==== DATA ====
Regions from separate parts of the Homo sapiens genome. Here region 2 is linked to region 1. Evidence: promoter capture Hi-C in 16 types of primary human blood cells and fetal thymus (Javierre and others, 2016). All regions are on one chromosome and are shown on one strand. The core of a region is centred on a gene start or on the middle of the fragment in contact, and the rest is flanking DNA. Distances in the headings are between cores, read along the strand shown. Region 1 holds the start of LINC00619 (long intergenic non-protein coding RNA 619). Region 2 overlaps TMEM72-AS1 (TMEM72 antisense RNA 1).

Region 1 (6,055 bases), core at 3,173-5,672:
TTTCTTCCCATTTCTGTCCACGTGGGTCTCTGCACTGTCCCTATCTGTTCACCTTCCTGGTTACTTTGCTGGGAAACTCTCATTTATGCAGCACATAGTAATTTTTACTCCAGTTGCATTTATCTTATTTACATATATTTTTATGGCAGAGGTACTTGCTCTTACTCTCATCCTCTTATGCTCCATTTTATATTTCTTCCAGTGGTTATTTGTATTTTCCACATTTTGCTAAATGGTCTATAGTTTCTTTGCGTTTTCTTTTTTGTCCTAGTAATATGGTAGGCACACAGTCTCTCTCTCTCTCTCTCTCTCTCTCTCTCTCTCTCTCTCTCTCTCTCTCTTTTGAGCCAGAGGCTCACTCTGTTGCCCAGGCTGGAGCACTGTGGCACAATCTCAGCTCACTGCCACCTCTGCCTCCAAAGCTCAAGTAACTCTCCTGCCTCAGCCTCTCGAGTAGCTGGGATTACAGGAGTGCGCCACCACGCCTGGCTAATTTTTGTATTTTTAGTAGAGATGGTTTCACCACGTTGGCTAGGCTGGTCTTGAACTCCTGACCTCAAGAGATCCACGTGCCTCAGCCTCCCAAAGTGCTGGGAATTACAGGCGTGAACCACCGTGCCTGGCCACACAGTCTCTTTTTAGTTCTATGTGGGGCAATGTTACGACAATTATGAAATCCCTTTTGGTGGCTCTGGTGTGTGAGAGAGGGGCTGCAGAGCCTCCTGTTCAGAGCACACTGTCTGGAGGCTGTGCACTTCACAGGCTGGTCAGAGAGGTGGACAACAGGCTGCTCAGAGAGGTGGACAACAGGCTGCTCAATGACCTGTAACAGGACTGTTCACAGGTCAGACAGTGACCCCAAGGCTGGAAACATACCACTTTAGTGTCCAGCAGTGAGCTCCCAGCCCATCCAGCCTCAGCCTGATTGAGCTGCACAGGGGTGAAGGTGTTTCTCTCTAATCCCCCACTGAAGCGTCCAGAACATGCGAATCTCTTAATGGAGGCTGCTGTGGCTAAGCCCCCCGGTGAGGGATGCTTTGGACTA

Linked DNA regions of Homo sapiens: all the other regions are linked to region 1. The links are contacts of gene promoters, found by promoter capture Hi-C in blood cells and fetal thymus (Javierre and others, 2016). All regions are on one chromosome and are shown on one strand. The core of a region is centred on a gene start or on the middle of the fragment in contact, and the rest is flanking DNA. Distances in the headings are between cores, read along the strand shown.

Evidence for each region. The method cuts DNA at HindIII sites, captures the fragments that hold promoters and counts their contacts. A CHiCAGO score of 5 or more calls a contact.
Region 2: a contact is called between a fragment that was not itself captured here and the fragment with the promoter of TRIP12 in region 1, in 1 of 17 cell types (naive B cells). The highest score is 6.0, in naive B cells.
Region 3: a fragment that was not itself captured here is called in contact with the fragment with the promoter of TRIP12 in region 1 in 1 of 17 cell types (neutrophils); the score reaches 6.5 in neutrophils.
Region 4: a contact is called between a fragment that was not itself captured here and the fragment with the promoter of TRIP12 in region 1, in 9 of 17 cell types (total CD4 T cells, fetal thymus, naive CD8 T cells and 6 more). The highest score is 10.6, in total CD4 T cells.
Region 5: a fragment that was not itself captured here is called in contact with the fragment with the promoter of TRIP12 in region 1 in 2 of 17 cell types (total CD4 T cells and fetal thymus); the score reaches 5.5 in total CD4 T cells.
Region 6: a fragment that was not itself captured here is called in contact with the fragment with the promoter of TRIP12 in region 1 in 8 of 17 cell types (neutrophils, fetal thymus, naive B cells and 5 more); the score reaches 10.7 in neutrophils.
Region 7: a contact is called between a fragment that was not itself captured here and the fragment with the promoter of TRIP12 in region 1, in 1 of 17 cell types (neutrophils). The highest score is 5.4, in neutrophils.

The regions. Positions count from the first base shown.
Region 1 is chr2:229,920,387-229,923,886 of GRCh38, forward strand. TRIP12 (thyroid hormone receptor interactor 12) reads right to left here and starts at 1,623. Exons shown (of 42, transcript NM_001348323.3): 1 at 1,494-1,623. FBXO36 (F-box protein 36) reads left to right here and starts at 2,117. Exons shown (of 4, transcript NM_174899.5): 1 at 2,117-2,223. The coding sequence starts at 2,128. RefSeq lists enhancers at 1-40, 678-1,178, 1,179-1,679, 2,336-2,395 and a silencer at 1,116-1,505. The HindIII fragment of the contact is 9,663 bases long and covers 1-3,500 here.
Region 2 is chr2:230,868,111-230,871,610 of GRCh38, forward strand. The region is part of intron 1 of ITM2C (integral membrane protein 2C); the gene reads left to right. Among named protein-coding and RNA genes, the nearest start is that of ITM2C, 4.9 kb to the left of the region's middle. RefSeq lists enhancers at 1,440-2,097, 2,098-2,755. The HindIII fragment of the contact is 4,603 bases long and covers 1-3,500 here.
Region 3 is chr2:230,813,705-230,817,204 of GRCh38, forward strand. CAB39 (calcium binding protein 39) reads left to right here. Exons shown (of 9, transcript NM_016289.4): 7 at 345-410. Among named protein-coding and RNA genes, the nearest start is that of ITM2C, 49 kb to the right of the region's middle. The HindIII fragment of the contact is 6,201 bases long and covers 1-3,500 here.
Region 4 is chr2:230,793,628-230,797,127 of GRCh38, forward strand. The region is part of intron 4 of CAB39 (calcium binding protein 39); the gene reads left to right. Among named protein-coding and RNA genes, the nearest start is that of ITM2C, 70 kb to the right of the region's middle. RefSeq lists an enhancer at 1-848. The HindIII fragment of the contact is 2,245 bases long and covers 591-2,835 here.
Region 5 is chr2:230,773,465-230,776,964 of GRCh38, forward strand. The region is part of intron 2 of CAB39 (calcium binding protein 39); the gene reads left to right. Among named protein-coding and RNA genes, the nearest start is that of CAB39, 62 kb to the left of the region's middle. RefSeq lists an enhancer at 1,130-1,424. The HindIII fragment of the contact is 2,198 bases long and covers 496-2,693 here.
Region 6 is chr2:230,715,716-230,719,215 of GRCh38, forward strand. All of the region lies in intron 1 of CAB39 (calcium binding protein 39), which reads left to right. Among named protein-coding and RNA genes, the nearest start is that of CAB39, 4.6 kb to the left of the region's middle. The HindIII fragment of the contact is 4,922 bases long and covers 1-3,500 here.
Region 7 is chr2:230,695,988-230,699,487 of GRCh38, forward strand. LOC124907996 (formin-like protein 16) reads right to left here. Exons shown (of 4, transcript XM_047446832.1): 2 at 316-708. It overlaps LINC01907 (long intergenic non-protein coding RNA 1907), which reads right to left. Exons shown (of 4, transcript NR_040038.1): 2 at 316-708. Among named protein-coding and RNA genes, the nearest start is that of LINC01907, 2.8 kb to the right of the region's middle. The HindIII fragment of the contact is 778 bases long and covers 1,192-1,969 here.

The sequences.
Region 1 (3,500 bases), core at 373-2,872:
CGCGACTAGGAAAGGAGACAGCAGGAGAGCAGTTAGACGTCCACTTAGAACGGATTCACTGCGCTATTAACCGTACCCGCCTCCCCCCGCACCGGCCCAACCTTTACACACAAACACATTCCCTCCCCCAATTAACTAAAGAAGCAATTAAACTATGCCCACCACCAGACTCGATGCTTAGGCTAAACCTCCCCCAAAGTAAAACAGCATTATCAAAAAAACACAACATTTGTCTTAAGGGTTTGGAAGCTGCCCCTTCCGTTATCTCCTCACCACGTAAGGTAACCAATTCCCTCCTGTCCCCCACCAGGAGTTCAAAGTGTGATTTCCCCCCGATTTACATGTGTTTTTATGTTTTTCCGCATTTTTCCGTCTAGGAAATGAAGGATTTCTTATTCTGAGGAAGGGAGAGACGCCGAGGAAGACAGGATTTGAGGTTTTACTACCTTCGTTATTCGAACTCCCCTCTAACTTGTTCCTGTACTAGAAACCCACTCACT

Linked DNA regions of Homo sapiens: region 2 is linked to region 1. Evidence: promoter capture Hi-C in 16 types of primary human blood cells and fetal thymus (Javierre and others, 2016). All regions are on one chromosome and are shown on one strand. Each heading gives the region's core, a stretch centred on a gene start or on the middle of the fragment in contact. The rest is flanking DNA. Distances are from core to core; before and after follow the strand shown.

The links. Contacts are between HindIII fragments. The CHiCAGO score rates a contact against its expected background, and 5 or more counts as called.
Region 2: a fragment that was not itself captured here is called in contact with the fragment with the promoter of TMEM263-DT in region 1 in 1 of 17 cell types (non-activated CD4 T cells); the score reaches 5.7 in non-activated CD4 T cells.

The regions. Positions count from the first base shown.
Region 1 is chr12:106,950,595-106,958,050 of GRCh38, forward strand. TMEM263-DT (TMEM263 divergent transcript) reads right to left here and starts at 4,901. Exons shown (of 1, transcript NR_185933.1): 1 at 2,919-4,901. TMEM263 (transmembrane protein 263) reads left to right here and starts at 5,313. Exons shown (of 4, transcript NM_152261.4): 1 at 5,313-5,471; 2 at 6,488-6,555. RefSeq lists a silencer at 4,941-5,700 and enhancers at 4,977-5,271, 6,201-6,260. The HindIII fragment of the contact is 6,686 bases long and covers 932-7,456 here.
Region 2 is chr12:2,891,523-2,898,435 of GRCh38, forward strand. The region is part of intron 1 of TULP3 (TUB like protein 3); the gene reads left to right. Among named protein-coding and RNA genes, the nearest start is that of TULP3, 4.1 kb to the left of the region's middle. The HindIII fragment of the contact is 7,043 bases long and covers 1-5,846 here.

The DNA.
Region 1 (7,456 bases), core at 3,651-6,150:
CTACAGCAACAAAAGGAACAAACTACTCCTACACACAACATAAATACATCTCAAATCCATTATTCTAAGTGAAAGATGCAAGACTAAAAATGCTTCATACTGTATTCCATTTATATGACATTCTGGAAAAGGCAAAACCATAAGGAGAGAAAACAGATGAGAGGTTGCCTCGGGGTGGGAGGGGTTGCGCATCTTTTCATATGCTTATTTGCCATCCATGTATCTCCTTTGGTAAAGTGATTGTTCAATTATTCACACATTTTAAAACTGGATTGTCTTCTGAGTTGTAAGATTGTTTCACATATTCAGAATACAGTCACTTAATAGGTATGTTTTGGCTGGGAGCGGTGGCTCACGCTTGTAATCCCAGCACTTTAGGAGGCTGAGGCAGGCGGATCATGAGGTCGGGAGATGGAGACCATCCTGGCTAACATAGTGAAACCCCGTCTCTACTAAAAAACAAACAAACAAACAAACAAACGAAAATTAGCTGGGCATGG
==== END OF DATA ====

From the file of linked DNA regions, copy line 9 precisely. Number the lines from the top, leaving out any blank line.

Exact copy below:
Region 5: a fragment that was not itself captured here is called in contact with the fragment with the promoter of TRIP12 in region 1 in 2 of 17 cell types (total CD4 T cells and fetal thymus); the score reaches 5.5 in total CD4 T cells.